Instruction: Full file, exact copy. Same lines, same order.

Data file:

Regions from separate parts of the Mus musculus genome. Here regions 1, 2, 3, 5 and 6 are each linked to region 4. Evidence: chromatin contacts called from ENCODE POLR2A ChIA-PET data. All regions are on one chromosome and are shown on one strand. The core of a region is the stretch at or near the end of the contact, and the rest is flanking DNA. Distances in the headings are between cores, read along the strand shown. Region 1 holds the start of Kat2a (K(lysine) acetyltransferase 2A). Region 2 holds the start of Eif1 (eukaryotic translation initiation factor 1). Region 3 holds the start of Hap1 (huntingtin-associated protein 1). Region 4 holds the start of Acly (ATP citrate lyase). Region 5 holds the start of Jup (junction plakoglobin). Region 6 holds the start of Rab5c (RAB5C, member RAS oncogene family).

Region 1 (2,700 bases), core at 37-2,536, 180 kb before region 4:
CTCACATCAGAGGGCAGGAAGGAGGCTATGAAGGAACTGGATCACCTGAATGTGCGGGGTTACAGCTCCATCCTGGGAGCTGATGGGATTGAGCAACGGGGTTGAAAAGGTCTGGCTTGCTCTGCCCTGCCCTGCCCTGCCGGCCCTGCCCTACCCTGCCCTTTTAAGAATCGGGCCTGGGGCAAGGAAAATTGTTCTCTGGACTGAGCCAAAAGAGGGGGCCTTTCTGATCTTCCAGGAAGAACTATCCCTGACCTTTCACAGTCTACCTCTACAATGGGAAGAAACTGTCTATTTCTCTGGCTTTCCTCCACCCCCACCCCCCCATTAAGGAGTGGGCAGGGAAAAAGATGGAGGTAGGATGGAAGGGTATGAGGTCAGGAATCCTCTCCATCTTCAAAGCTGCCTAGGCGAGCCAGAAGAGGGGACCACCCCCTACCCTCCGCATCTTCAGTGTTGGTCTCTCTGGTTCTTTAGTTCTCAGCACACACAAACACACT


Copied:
Regions from separate parts of the Mus musculus genome. Here regions 1, 2, 3, 5 and 6 are each linked to region 4. Evidence: chromatin contacts called from ENCODE POLR2A ChIA-PET data. All regions are on one chromosome and are shown on one strand. The core of a region is the stretch at or near the end of the contact, and the rest is flanking DNA. Distances in the headings are between cores, read along the strand shown. Region 1 holds the start of Kat2a (K(lysine) acetyltransferase 2A). Region 2 holds the start of Eif1 (eukaryotic translation initiation factor 1). Region 3 holds the start of Hap1 (huntingtin-associated protein 1). Region 4 holds the start of Acly (ATP citrate lyase). Region 5 holds the start of Jup (junction plakoglobin). Region 6 holds the start of Rab5c (RAB5C, member RAS oncogene family).

Region 1 (2,700 bases), core at 37-2,536, 180 kb before region 4:
CTCACATCAGAGGGCAGGAAGGAGGCTATGAAGGAACTGGATCACCTGAATGTGCGGGGTTACAGCTCCATCCTGGGAGCTGATGGGATTGAGCAACGGGGTTGAAAAGGTCTGGCTTGCTCTGCCCTGCCCTGCCCTGCCGGCCCTGCCCTACCCTGCCCTTTTAAGAATCGGGCCTGGGGCAAGGAAAATTGTTCTCTGGACTGAGCCAAAAGAGGGGGCCTTTCTGATCTTCCAGGAAGAACTATCCCTGACCTTTCACAGTCTACCTCTACAATGGGAAGAAACTGTCTATTTCTCTGGCTTTCCTCCACCCCCACCCCCCCATTAAGGAGTGGGCAGGGAAAAAGATGGAGGTAGGATGGAAGGGTATGAGGTCAGGAATCCTCTCCATCTTCAAAGCTGCCTAGGCGAGCCAGAAGAGGGGACCACCCCCTACCCTCCGCATCTTCAGTGTTGGTCTCTCTGGTTCTTTAGTTCTCAGCACACACAAACACACT